The first North American roll-outs of the next generation wireless networks, called “5G” are underway. They are already on trial or selectively available in a number of countries around the world. Vancouver was the first Canadian city activated, with a test site on the UBC campus in 2019.
Here are a few dimensions of what to expect with 5G:
Performance: Everything on the network will be 25 times faster than it is now, so bandwidth-intensive activities will be better than you currently experience on wired systems. Life-like, fully-immersive, augmented reality coming to your glasses as you wander the city? No problem. You will almost certainly mothball your home and school networking systems (routers, etc) because the mobile network will make them redundant.
Location: The network will be able to pinpoint your phone, and therefore you, to within a meter. This can offer enormous advantages, but also an overwhelming challenge to privacy rights.
Transportation: The increased bandwidth and latency will be a transformative new infrastructure for drones, self-driving cars, and all forms of transportation, including for retail, food, etc.
Smart Everything: The Internet of Things (IoT), combined with network-driven Artificial Intelligence, will begin to smarten-up every facet of our worldly experience, thereby changing it forever in thrilling, opportunistic, scary and even creepy ways. Just as nobody wants to remember what it was like when nobody had mobile phones, soon we won’t be able to remember what it was like when everything we encountered was ‘dumb’.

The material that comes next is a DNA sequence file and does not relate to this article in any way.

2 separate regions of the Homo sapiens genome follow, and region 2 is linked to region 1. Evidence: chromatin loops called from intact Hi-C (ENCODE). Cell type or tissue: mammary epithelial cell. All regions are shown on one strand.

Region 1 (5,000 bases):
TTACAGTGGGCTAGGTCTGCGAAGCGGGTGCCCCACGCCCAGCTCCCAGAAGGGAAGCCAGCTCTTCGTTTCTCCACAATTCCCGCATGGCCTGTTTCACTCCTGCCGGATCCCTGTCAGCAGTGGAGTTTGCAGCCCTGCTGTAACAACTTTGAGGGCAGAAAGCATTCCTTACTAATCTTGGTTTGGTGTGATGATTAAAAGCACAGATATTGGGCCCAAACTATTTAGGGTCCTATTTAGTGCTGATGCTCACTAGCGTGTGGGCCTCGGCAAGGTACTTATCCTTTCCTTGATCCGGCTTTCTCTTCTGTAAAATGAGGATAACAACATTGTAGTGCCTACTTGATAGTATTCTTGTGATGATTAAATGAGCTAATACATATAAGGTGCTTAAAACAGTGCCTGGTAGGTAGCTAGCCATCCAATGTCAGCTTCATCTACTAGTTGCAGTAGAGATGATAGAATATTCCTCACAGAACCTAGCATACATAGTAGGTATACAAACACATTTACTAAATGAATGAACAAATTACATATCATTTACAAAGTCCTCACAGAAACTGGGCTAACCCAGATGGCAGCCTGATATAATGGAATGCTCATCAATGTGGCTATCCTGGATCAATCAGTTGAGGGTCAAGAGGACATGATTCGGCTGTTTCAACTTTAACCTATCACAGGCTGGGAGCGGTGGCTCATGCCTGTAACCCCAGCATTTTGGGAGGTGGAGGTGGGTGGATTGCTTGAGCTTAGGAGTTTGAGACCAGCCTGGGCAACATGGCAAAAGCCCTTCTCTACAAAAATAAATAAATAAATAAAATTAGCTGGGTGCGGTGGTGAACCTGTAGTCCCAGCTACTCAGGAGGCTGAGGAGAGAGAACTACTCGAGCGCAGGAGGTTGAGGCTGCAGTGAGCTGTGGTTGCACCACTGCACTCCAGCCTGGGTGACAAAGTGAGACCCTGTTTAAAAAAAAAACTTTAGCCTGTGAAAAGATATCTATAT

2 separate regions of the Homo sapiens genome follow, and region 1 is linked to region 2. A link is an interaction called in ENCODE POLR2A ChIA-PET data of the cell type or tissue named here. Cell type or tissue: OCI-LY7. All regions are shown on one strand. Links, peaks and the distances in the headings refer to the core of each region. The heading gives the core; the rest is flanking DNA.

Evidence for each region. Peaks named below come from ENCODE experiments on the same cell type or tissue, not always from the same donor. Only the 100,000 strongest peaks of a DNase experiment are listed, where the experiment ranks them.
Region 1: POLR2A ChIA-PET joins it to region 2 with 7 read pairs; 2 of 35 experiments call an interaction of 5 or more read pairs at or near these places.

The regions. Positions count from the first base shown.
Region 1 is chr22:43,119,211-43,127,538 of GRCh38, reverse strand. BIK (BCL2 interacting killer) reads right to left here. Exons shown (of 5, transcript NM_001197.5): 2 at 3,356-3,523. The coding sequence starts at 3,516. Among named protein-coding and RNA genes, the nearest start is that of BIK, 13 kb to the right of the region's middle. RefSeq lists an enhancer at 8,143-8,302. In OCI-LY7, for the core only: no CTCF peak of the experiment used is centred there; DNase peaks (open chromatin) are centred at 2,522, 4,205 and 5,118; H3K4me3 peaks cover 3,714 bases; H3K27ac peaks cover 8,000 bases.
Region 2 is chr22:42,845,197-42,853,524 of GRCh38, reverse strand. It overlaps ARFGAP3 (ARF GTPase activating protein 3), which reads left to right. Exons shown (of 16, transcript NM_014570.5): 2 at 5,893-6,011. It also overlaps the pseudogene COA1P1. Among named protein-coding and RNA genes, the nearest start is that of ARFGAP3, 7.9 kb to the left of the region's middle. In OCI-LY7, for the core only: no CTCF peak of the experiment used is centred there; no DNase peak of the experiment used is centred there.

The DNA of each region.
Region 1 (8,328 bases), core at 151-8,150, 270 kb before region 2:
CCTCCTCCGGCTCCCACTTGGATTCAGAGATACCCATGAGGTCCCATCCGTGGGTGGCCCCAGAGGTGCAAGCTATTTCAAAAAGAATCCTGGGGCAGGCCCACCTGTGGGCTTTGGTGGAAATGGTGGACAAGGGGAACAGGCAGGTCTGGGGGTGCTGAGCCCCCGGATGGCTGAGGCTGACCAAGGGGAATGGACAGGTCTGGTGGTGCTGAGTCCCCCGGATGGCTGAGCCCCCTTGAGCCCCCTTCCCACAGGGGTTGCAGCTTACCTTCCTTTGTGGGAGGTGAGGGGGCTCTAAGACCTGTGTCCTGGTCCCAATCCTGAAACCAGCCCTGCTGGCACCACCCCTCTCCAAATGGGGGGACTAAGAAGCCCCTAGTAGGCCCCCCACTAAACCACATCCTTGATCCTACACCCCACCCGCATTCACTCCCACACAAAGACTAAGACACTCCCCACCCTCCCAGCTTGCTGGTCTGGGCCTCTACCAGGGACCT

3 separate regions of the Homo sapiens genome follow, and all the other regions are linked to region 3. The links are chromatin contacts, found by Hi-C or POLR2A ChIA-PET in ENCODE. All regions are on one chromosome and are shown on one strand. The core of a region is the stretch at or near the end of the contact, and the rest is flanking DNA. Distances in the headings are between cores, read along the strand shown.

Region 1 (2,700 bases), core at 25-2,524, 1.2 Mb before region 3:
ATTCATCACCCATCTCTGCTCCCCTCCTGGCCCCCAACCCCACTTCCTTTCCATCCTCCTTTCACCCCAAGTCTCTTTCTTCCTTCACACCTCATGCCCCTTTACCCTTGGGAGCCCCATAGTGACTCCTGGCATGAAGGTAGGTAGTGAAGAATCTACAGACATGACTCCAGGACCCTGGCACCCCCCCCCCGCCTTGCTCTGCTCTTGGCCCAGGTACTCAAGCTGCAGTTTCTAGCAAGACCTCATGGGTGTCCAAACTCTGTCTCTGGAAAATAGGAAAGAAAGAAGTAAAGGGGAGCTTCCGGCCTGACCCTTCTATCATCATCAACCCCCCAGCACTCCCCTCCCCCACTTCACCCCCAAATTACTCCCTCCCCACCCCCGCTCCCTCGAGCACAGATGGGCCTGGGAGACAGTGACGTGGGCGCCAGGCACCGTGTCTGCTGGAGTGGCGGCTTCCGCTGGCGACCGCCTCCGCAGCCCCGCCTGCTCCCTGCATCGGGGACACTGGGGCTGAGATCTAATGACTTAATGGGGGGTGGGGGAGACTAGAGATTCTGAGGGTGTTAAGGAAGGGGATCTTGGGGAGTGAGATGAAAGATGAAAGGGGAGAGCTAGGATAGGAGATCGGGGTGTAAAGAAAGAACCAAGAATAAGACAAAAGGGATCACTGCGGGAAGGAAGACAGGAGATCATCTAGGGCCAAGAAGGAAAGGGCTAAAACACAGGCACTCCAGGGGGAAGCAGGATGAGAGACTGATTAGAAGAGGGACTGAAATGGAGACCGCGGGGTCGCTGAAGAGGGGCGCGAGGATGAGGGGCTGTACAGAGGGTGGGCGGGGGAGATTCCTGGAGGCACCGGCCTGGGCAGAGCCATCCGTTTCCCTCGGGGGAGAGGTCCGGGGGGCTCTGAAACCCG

Global Infowars: Hacking, cyber-terrorism and cyber-warfare potentials will probably make today’s skirmishes seem like child’s play. The economic and political prospects of 5G are already a battleground (notice all the noise about Huawei?) that is utterly global, and will change the world forever.
The opportunities for teaching and learning are transformative.